For more information visit Jeff Ingber’s website. You can also connect with him on Facebook, Twitter, and Goodreads.


Blog Tour Schedule

Wednesday, May 25
Excerpt at What Is That Book About

Friday, May 27
Spotlight at The Writing Desk
Spotlight at Just One More Chapter

Saturday, May 28
Spotlight at Teddy Rose Book Reviews Plus More

Monday, May 30
Excerpt at Diana’s Book Reviews

Friday, June 3
Spotlight at The Never-Ending Book
Spotlight at The True Book Addict

Monday, June 6
Review at Book Nerd

Tuesday, June 7
Guest Post at Let Them Read Books

Wednesday, June 8
Spotlight at A Literary Vacation
Interview at New Horizon Reviews

Thursday, June 9
Guest Post at New Horizon Reviews

Friday, June 10
Review at New Horizon Reviews

Monday, June 13
Review at CelticLady’s Reviews
Spotlight at It’s a Mad Mad World

Tuesday, June 14
Spotlight at The Mad Reviewer

Thursday, June 16
Review at Nerd in New York

Friday, June 17
Spotlight at So Many Books, So Little Time

Tuesday, June 21
Excerpt & Giveaway at Queen of All She Reads

Wednesday, June 22
Review at Bookish

Thursday, June 23
Spotlight at Beth’s Book Nook Blog

Friday, July 1
Review at Svetlana’s Reads and Views

Monday, July 4
Blog Tour Wrap Up at Passages to the Past

Giveaway
To win a copy of Béla’s Letters please enter using the GLEAM form below.

Rules
– Giveaway ends at 11:59pm EST on July 4th. You must be 18 or older to enter.
– Giveaway is open INTERNATIONALLY.
– Only one entry per household.
– All giveaway entrants agree to be honest and not cheat the systems; any suspect of fraud is decided upon by blog/site owner and the sponsor, and entrants may be disqualified at our discretion
– Winner has 48 hours to claim prize or new winner is chosen.

Béla's Letters


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Thursday, June 2, 2016

Cat Thursday - Even Cats recognize that Science and Space are Amazing


Welcome to the weekly meme that celebrates the wonders and sometime hilarity of cats! Join us by posting a favorite LOL cat pic you may have come across, famous cat art or even share with us pics of your own beloved cat(s). It's all for the love of cats! (share your post in the Mr. Linky below)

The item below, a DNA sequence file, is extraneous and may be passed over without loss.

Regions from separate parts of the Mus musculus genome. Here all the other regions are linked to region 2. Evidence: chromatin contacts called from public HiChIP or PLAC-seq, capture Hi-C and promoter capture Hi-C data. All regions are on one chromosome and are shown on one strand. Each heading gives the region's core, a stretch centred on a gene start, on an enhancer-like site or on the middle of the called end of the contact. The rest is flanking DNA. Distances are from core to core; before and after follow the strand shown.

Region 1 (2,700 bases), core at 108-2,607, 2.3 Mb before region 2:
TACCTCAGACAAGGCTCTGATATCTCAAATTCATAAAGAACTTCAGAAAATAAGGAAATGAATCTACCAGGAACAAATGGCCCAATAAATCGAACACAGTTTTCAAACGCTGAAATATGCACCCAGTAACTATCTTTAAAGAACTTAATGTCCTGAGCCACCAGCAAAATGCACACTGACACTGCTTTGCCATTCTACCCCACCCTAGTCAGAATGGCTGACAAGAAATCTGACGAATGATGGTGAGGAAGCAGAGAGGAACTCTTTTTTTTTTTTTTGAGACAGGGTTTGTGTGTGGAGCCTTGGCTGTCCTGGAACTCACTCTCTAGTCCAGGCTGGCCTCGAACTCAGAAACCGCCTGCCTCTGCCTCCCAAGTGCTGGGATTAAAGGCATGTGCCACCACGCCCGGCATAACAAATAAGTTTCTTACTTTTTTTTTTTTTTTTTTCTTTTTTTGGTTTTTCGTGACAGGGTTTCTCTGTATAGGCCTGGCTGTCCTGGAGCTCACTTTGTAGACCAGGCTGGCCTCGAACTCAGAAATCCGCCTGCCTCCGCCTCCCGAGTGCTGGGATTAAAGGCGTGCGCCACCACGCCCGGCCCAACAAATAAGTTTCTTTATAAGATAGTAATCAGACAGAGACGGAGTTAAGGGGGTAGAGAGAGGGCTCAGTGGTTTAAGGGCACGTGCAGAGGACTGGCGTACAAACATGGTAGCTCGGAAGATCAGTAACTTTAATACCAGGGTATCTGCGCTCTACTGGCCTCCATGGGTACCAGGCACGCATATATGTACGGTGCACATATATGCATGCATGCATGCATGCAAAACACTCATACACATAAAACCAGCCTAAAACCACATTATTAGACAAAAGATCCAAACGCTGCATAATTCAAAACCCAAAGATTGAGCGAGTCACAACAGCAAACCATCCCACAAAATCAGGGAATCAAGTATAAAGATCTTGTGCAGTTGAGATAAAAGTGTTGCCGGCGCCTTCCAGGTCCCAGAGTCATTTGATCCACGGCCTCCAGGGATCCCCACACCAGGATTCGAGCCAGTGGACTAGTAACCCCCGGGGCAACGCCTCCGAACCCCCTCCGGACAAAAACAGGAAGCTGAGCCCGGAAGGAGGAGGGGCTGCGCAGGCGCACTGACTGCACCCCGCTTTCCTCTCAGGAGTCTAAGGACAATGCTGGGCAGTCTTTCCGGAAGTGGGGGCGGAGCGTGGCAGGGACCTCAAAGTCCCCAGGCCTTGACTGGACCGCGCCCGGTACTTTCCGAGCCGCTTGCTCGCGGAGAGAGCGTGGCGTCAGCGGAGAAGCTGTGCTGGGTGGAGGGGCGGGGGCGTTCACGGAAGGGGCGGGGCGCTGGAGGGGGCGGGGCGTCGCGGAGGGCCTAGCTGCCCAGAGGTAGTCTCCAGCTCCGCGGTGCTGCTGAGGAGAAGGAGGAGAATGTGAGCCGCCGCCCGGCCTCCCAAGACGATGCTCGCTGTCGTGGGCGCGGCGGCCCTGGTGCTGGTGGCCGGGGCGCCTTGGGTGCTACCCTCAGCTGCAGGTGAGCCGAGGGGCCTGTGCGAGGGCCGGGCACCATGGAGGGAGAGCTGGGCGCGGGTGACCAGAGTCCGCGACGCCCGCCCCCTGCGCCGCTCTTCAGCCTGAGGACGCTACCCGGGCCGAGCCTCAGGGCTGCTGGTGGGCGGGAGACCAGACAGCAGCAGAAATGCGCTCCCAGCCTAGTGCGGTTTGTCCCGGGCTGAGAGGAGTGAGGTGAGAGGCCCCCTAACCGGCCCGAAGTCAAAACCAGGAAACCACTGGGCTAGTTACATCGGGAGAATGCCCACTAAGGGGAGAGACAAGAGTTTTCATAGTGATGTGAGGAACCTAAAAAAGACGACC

First off, thanks for all the well wishes last week. I'm feeling better. Still behind on visiting blogs, but I'll get there. 


http://seasonsreading.blogspot.com/2016/06/sci-fi-summer-read-thon-starting-post.html

In honor of my Sci-Fi Summer Read-a-Thon going on through next Tuesday, I thought I would share some Sci-Fi kitties...





Even cats recognize that Space is AMAZING!


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Wednesday, June 1, 2016

Step Back in Time: An interview with authors Elisabeth Storrs and GS Johnston {Giveaway}



Step Back in Time: An interview with Elisabeth Storrs, author of The Tales of Ancient Rome Saga and GS Johnston, author of The Cast of a Hand

GJ: Thoughts of ancient Rome have always entertained me. When I was very young I was obsessed with the idea of Roman amphitheatres, that their open-air design could somehow help carry the human voice. At school, I remember reading Shakespeare’s Julius Caesar and then Antony and Cleopatra and then wandering the teenage streets of Hobart thinking how different they must be to ancient Rome. But years later when I wandered the streets of the ancient Roman Forum, I realised how similar they were. The basic layout of buildings along a street is much the same and Hobart is full of Victorian architecture with all its overtures to Roman; the columns, the dance of curved and triangular window awnings.

In many ways, Elisabeth Storrs writing of the Etruscans takes us back another step, to a time when Rome itself was forming, at the one time defending and expanding itself.

So with the release of the third part of this triptych, let’s step back in time...

GJ: Has writing always been part of your life?